Monday, November 09, 2020

Guest Writer: Bakri Musa


 2021 Budget – Lessons Not Learned!

By: M. Bakri Musa


The 2021 Malaysian Budget repeats the same old mistake – the erroneous belief that throwing money at a problem would solve it. As in the past, billions are again being allocated to Bumiputra institutions like JAKIM and JASA, as well as to MARA and UiTM. Despite such generosities, now and in the past, there has been no appreciable improvement in Bumiputra competitiveness vis a vis non-Bumiputras.


Stripped of their fancy acronyms, JAKIM and JASA are but public works programs for otherwise unemployable Bumiputras. Those institutions go beyond. They are responsible for Malays not being competitive. There is little incentive to; the likes of JAKIM and JASA are ready to employ you. If you want Malays to contribute to the socioeconomic development of the nation, as is the aspiration of all Malay leaders, then get rid of those institutions.


As for the billions for MARA, they will continue to squander that by sending Malays to third-rate universities abroad, though thankfully not in the same massive numbers as in the 1970s and 80s where they sent Malays abroad even for Sixth Form! As for UiTM’s bountiful windfall, none will be used to recruit English and Philosophy Professors. Then we wonder why our students have abysmal English fluency, and are incapable of critical thinking.


The “help” Malays are getting from their government reminds me of an old Reagan advice to ranchers in the west. “When you hear, ‘I am from the Feds and I am here to help,’ run to the hills fast!”


With JAKIM distracting Malays to be obsessed with getting into Paradise, there would be that much fewer left to ensure that we do not suffer our own collective Hell right here and now in Tanah Melayu. For every Malay consumed with revealed knowledge or prophetic traditions, that would be one fewer to do research on Covid-19, or clean the environment.


What Malays need are better engineers and architects, not more exquisite Qur’an reciters and mesmerizing ulama with their fire-and-brimstone sermons. Consider Malaysian masjids. One showpiece mosque in Kuala Lumpur has acres of open marble floors that are unwalkable because they are exposed to the blazing Malaysian sun. I suppose, to be charitable, that was part of the design – a preview of how hell would be like! Even with recently completed masjids, there are extension cords everywhere as the designers did not anticipate the electrical outlet needs. In Kelantan, the most “Islamic” state, you cannot get clean water to do your ablution.


When we do get those few Malays away from this obsession with religion, we do not let them practice their craft. Instead we seduce them into doing something else, like administrative chores.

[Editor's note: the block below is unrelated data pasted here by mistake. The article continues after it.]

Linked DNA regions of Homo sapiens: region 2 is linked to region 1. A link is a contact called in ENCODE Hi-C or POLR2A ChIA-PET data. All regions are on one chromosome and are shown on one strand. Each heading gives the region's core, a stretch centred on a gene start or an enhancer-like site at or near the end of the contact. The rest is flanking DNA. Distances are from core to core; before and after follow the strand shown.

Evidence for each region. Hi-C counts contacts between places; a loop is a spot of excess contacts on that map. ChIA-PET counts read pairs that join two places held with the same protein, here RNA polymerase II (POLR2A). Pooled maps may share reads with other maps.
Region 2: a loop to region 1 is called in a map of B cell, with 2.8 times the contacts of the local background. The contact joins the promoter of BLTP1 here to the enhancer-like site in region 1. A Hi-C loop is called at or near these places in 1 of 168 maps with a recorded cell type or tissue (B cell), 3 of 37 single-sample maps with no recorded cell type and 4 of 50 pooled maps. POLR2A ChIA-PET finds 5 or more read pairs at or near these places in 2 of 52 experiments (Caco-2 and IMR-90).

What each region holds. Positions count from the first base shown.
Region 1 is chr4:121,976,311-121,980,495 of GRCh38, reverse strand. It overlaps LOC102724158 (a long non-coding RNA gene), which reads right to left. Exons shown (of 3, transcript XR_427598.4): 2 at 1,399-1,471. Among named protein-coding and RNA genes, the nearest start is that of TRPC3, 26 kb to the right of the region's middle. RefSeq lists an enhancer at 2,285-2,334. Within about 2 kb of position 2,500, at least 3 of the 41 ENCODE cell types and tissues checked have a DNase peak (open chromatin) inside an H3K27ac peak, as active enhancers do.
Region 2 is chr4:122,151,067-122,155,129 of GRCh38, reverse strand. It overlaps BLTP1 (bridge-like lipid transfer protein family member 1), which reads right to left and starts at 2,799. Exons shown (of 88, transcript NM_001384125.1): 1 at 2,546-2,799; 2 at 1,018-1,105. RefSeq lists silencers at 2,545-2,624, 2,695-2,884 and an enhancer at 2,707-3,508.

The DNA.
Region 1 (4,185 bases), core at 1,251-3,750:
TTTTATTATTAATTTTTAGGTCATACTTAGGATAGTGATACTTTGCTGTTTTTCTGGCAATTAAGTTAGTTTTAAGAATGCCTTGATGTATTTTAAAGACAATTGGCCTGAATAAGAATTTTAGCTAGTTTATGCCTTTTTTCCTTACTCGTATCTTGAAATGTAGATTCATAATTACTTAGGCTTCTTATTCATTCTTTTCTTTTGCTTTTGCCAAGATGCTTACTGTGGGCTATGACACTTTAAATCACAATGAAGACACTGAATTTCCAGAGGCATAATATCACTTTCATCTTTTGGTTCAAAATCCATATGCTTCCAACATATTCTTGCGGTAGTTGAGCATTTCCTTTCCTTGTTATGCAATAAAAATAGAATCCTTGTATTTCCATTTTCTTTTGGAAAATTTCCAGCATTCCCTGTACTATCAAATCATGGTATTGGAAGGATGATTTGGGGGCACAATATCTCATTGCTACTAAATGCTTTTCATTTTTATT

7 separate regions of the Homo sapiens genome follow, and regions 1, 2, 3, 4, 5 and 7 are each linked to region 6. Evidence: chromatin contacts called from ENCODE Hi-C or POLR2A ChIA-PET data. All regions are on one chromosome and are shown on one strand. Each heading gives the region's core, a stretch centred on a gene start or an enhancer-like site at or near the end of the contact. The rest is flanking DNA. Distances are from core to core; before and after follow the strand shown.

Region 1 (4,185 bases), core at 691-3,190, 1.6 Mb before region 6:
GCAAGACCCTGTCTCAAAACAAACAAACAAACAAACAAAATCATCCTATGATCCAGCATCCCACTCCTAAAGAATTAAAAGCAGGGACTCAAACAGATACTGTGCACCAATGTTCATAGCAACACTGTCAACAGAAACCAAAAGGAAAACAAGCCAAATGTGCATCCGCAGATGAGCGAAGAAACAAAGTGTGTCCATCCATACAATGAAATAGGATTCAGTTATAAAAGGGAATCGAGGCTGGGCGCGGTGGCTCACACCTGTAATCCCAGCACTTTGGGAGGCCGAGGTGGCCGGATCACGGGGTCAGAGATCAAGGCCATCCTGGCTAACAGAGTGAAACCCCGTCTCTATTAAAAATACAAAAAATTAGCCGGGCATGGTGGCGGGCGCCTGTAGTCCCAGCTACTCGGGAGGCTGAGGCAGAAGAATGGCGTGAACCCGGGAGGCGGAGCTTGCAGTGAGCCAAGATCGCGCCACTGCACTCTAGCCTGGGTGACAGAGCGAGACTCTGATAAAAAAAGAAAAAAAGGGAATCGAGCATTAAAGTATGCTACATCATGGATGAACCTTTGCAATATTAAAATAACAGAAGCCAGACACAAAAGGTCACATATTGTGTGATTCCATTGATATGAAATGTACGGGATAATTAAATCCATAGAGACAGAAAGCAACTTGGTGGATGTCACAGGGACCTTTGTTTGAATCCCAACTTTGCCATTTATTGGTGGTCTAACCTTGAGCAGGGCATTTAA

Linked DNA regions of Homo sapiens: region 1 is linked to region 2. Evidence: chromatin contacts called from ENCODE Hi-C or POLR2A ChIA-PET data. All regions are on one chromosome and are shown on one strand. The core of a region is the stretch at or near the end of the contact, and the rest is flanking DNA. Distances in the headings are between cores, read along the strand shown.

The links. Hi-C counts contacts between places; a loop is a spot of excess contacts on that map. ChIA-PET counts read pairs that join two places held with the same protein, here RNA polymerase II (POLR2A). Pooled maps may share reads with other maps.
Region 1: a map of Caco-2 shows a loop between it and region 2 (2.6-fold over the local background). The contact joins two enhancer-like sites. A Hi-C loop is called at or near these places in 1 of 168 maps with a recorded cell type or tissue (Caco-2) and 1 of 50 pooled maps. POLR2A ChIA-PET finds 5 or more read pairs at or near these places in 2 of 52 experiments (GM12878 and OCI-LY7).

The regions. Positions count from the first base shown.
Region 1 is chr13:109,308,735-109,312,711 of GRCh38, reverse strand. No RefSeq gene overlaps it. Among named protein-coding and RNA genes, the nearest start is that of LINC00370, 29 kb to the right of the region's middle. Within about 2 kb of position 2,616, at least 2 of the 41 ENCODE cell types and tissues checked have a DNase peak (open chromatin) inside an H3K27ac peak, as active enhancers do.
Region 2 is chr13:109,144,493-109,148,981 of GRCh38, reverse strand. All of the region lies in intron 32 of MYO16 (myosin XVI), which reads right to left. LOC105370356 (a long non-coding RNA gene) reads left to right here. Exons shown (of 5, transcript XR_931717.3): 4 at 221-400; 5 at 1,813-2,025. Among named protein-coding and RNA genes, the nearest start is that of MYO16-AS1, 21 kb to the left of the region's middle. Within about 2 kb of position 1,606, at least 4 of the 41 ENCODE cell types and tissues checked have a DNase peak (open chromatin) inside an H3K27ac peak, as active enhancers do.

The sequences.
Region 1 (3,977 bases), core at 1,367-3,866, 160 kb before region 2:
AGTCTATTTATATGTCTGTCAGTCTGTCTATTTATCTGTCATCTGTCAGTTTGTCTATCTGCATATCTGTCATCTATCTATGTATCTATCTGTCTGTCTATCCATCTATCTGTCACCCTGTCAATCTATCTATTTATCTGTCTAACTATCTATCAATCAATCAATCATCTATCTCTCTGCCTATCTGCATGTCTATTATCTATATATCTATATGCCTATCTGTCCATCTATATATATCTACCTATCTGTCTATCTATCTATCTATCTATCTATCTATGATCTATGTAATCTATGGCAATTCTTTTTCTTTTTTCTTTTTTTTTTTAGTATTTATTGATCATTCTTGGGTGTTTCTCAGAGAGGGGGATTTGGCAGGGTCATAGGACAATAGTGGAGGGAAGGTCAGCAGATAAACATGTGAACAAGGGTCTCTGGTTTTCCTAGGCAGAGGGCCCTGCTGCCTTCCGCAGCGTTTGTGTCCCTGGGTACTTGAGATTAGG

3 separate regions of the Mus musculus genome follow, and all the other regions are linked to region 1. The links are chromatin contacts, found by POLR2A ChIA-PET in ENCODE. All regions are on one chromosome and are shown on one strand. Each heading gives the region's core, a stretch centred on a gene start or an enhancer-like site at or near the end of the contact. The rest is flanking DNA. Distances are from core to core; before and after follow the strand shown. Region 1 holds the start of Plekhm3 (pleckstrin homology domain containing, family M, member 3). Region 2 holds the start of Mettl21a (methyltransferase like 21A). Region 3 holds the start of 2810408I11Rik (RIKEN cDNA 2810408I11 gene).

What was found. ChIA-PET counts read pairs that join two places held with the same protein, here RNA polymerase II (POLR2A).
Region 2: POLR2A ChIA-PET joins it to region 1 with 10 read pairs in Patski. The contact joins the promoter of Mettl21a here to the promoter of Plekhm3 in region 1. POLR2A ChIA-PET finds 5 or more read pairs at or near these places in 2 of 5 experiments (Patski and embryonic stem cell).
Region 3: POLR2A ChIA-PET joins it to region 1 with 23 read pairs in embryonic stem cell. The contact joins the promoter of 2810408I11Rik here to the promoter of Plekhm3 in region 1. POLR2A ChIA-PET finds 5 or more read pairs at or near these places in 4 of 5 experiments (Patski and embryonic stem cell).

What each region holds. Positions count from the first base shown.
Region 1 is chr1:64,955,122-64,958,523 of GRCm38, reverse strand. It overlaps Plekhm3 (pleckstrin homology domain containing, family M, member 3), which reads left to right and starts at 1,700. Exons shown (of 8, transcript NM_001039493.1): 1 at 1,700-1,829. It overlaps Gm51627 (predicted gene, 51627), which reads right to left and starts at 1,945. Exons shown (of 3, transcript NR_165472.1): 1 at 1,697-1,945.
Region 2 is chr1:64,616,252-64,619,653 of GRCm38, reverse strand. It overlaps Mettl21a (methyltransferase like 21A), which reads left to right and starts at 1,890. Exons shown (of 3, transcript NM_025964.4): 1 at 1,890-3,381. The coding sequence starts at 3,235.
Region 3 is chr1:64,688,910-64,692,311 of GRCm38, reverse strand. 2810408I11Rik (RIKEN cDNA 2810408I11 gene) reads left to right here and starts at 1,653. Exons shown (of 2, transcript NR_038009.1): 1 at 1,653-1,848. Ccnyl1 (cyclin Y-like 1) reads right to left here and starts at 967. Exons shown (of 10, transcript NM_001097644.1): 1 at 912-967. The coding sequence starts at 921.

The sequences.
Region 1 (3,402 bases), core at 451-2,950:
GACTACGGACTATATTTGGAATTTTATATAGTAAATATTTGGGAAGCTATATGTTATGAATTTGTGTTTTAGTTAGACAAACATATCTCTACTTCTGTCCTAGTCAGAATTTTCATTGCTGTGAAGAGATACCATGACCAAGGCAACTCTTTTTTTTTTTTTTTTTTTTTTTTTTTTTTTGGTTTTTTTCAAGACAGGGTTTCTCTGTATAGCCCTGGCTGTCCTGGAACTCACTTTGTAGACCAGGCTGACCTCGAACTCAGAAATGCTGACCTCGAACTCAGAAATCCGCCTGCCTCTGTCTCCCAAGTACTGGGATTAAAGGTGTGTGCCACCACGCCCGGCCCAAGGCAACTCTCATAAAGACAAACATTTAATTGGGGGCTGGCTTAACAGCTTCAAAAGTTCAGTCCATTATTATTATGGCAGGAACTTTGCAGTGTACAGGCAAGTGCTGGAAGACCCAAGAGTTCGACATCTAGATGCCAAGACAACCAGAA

It breaks my heart to see those few Malays of my generation who were trained in the sciences being seduced into becoming pseudo-ulama. I would have thought they would have served as much-needed role models for the young in the kampungs by being productive in their respective fields.


It is sad to see the first Malay PhD in mathematics now touring village mosques giving khutba (sermons) on the supposed past glory of Islam in the Malay world. A more worthy legacy would have been for him to establish Institutes of Mathematics to encourage the young to pursue the subject. Another, also of my vintage, abandoned his doctoral work in mathematics at a prestigious university to go into religion.


I am also saddened to see the few precious Malay scientists and professionals not being rewarded and honored, not for their sake but as a societal statement to inspire the young. The honor of Emeritus Professorship is being heaped upon not on those few precious Malay pioneers in the sciences and professions, but in Malay and Islamic Studies. We already have a glut of them. Meanwhile we keep harping on the lack of Malays in the sciences!


My late father had an apt observation on that misplaced priority:  Membajakan lallang (adding fertilizer to lallang–a particularly tenacious weed).


A Christian cobbler would best show his faith, wrote Martin Luther, not by carving crucifixes on the shoes he makes but by making them durable and cheap so the poor could afford them. Likewise Muslim engineers would best demonstrate their faith in Allah not by carving intricate Qur’anic verses on the bridges they build but making sure that during floods more water would flow under than over, and that there is no unexpected right angle turns at mid-point.


Islam is a great faith. It has withstood hordes of Mongol invaders as well as Stalin’s brutal suppression. The faith does not need defenders, least of all from these characters in IKIM and JAKIM.

Islam cannot advance in Malaysia if Malays are overrepresented in the socially dysfunctional categories. Getting rid of JAKIM and JASA, as well as MARA and BTN would be a great first step. Thus far that reality has not even registered on Malay leaders.


Non-Malays should relax; quit worrying about all those goodies showered on Bumiputras. Heed the wisdom of Plutarch:  The man who first brought ruin upon the Roman people was he who pampered them by largesse and amusements.


Remember, when Malays holler “Tanah Melayu untuk Melayu!” (Malaysia for Malays!) that is not a threat, it’s more a desperate cry from those betrayed by their leaders.


*Spot on, Sir! 🍻🥃

1 comment:

Janvi yadav said...

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